“The government ambition outlined by the minister is net-100 per cent renewable by 2030,” Roberts said.
“My guess is that we will surpass that before 2030.
“For a short time there, SA Power Networks met all of its energy needs from the sun and 73.6 per cent of that state demand was actually from rooftop solar.”
He said between January and September the Network had received close to 40,000 applications to install rooftop solar across the state, which was about the same number as for the whole of 2019.
He said the high rate of rooftop solar uptake suggested the challenge would be managing energy stability.
“We’ve gone basically in 10 years from very, very little solar to one-third of customers or about 270,000 customers now with solar on their rooves,” Roberts said.
“They’ve moved from being consumers to being generators as well, and the network was never configured and built for that, it was built to be a one-way network.
“The reality is, networks are built to a capacity to meet peak demand, which is 6 O’clock and 7 O’clock at night, but now what we’ve seen … is very low demand and this creates the challenges AEMO (the Australian Energy Market Operator) sees in managing the supply of the network.
“It also creates challenges for us in the supply of the distribution in terms of maintaining voltage and allowing people to export.”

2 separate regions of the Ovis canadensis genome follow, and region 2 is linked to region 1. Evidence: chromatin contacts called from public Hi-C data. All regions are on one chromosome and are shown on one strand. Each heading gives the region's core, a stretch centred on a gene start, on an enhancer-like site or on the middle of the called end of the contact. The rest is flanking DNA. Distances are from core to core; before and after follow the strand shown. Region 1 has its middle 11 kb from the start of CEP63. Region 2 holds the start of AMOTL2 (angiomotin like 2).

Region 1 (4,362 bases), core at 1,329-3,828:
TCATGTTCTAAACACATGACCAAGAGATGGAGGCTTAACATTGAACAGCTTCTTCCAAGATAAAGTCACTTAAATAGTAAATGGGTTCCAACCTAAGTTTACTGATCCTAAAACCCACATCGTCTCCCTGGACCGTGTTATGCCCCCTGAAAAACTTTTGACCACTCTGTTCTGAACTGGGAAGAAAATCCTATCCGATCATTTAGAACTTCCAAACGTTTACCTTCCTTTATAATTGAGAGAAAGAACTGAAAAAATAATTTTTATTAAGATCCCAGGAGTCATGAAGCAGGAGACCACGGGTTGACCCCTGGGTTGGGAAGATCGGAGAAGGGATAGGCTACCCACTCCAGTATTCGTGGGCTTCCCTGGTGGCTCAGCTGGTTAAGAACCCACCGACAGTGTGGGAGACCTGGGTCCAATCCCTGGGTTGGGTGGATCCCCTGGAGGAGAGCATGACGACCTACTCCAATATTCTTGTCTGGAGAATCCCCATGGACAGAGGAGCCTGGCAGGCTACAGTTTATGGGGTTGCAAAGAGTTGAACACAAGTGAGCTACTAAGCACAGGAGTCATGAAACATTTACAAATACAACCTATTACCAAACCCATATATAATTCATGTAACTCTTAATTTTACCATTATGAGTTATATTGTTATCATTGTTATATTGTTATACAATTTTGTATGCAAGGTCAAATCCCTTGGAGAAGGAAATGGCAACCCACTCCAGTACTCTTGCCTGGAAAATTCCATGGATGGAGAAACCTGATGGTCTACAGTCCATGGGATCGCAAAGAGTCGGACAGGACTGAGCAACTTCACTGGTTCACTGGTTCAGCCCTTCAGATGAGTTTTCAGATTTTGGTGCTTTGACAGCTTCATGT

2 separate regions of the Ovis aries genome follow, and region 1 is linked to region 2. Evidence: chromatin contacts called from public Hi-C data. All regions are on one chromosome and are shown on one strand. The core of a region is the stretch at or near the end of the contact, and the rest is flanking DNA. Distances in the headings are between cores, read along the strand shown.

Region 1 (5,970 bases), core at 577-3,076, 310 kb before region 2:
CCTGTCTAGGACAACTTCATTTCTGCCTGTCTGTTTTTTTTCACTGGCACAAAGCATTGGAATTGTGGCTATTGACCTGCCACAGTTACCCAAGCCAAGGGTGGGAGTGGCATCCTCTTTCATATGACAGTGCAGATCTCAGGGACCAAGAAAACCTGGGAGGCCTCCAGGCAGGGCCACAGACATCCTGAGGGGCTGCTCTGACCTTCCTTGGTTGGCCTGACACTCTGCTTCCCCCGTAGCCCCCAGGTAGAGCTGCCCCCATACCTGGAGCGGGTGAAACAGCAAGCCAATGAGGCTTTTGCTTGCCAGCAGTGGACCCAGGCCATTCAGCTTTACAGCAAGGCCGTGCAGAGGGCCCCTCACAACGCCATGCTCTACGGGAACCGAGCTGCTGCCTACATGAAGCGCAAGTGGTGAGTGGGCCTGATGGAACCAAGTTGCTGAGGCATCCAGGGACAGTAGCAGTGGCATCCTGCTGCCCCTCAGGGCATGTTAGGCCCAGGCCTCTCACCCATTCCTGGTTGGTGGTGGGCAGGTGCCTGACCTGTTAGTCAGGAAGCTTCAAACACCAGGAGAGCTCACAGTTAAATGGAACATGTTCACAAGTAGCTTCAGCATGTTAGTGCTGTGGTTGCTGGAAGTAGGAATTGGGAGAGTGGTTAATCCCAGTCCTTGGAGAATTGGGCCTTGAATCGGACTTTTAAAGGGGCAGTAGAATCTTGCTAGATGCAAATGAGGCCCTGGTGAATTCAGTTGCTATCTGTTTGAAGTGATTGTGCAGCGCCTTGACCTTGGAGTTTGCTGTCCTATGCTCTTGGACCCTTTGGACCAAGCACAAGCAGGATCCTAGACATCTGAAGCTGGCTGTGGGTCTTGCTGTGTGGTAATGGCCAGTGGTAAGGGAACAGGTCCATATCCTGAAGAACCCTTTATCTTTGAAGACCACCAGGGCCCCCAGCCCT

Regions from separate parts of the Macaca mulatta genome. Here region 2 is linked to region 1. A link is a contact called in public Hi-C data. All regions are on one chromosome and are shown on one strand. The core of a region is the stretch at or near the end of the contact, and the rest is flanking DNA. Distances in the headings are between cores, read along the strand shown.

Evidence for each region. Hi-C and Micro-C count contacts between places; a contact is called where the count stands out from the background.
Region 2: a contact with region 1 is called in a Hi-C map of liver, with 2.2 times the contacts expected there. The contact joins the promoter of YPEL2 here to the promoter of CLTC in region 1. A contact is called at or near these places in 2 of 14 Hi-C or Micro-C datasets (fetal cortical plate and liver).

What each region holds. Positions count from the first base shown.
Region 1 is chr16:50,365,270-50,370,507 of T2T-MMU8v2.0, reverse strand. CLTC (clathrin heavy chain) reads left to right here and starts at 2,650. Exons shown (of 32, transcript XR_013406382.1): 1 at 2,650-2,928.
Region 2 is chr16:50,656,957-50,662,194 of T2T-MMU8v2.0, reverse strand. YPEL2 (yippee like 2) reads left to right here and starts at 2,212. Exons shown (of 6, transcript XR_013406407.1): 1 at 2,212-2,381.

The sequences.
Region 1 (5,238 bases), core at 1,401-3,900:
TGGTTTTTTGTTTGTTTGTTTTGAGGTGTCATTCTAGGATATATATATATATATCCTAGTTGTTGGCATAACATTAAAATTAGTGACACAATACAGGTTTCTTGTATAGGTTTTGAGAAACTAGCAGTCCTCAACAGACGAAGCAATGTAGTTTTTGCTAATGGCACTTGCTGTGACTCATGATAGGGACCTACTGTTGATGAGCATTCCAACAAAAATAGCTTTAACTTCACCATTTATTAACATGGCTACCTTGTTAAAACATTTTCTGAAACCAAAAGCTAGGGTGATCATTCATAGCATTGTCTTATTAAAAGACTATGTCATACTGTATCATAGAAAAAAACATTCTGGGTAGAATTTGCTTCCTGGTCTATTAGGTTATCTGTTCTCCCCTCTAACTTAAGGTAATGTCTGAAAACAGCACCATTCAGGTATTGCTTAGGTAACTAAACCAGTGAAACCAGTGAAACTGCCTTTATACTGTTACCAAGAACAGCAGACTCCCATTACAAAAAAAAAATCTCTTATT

He said the state electricity distributor was looking for ways to apply “flexible exports” which would enable more rooftop solar in areas which were reaching the limits of their capacity.
“The exports will be a smart solution to aid further in the way we manage large amounts of solar in the network,” Roberts said.
“As we’ve got more and more solar in the network that pushes up voltage in local networks, particularly when the network becomes constrained or highly loaded with solar, and at certain levels of voltage an inverter on your home will turn off and stop exporting to the grid and maybe turn off your panels.
“We’ve been installing some voltage management systems in our network … and this will allow us to manage voltage as we need to because, in the middle of the day, when demand is low and solar exports are high, we need lower voltage.
“But at the peak time of the day when solar is no longer generating and energy is at its highest, we actually need to get more energy through to get energy to the customers.”
Roberts’ comments followed a decision in August which allowed authorities in South Australia the power to deliberately trip existing rooftop solar panels, in a bid to prevent a state-wide blackout.